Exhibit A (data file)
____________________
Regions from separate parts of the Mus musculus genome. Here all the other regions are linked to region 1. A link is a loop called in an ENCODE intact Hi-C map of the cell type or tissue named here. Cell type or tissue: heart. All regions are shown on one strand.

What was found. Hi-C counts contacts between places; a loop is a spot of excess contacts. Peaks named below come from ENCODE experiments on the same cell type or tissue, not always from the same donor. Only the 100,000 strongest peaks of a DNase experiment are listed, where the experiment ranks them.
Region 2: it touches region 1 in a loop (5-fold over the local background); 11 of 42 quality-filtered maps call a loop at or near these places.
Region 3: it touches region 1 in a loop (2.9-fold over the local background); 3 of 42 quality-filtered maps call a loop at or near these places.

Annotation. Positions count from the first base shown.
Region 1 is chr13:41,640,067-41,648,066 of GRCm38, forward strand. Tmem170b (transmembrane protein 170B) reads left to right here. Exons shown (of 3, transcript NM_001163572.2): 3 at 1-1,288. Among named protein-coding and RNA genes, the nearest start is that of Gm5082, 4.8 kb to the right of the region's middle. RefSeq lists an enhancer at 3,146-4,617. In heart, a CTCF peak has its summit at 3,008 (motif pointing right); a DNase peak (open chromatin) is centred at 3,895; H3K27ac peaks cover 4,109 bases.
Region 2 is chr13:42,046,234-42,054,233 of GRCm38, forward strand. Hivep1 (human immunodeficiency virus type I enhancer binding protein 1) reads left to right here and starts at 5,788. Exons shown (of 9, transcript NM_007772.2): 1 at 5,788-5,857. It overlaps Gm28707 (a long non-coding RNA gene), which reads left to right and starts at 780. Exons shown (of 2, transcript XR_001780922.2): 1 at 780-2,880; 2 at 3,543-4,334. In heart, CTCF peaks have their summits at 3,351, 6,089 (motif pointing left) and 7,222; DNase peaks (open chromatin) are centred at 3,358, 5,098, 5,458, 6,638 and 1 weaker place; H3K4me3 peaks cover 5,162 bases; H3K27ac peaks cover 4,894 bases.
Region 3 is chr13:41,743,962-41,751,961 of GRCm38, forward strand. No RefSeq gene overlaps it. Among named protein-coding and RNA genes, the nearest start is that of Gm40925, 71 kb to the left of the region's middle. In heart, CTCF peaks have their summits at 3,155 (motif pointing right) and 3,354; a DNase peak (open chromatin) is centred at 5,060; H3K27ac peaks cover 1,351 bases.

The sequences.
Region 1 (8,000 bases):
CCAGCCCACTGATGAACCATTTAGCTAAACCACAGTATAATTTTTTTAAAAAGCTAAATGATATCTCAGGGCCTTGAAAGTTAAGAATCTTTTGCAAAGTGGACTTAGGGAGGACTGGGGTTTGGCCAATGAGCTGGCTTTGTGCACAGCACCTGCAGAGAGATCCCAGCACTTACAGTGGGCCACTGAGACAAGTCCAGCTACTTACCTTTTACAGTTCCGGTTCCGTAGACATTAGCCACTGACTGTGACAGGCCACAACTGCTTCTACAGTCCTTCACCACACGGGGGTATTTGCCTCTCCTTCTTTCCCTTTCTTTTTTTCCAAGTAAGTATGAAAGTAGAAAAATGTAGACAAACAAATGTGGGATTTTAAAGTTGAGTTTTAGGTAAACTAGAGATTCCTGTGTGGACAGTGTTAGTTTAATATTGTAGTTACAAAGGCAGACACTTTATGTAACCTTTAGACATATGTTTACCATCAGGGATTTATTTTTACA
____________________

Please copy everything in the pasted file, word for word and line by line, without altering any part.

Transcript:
Regions from separate parts of the Mus musculus genome. Here all the other regions are linked to region 1. A link is a loop called in an ENCODE intact Hi-C map of the cell type or tissue named here. Cell type or tissue: heart. All regions are shown on one strand.

What was found. Hi-C counts contacts between places; a loop is a spot of excess contacts. Peaks named below come from ENCODE experiments on the same cell type or tissue, not always from the same donor. Only the 100,000 strongest peaks of a DNase experiment are listed, where the experiment ranks them.
Region 2: it touches region 1 in a loop (5-fold over the local background); 11 of 42 quality-filtered maps call a loop at or near these places.
Region 3: it touches region 1 in a loop (2.9-fold over the local background); 3 of 42 quality-filtered maps call a loop at or near these places.

Annotation. Positions count from the first base shown.
Region 1 is chr13:41,640,067-41,648,066 of GRCm38, forward strand. Tmem170b (transmembrane protein 170B) reads left to right here. Exons shown (of 3, transcript NM_001163572.2): 3 at 1-1,288. Among named protein-coding and RNA genes, the nearest start is that of Gm5082, 4.8 kb to the right of the region's middle. RefSeq lists an enhancer at 3,146-4,617. In heart, a CTCF peak has its summit at 3,008 (motif pointing right); a DNase peak (open chromatin) is centred at 3,895; H3K27ac peaks cover 4,109 bases.
Region 2 is chr13:42,046,234-42,054,233 of GRCm38, forward strand. Hivep1 (human immunodeficiency virus type I enhancer binding protein 1) reads left to right here and starts at 5,788. Exons shown (of 9, transcript NM_007772.2): 1 at 5,788-5,857. It overlaps Gm28707 (a long non-coding RNA gene), which reads left to right and starts at 780. Exons shown (of 2, transcript XR_001780922.2): 1 at 780-2,880; 2 at 3,543-4,334. In heart, CTCF peaks have their summits at 3,351, 6,089 (motif pointing left) and 7,222; DNase peaks (open chromatin) are centred at 3,358, 5,098, 5,458, 6,638 and 1 weaker place; H3K4me3 peaks cover 5,162 bases; H3K27ac peaks cover 4,894 bases.
Region 3 is chr13:41,743,962-41,751,961 of GRCm38, forward strand. No RefSeq gene overlaps it. Among named protein-coding and RNA genes, the nearest start is that of Gm40925, 71 kb to the left of the region's middle. In heart, CTCF peaks have their summits at 3,155 (motif pointing right) and 3,354; a DNase peak (open chromatin) is centred at 5,060; H3K27ac peaks cover 1,351 bases.

The sequences.
Region 1 (8,000 bases):
CCAGCCCACTGATGAACCATTTAGCTAAACCACAGTATAATTTTTTTAAAAAGCTAAATGATATCTCAGGGCCTTGAAAGTTAAGAATCTTTTGCAAAGTGGACTTAGGGAGGACTGGGGTTTGGCCAATGAGCTGGCTTTGTGCACAGCACCTGCAGAGAGATCCCAGCACTTACAGTGGGCCACTGAGACAAGTCCAGCTACTTACCTTTTACAGTTCCGGTTCCGTAGACATTAGCCACTGACTGTGACAGGCCACAACTGCTTCTACAGTCCTTCACCACACGGGGGTATTTGCCTCTCCTTCTTTCCCTTTCTTTTTTTCCAAGTAAGTATGAAAGTAGAAAAATGTAGACAAACAAATGTGGGATTTTAAAGTTGAGTTTTAGGTAAACTAGAGATTCCTGTGTGGACAGTGTTAGTTTAATATTGTAGTTACAAAGGCAGACACTTTATGTAACCTTTAGACATATGTTTACCATCAGGGATTTATTTTTACA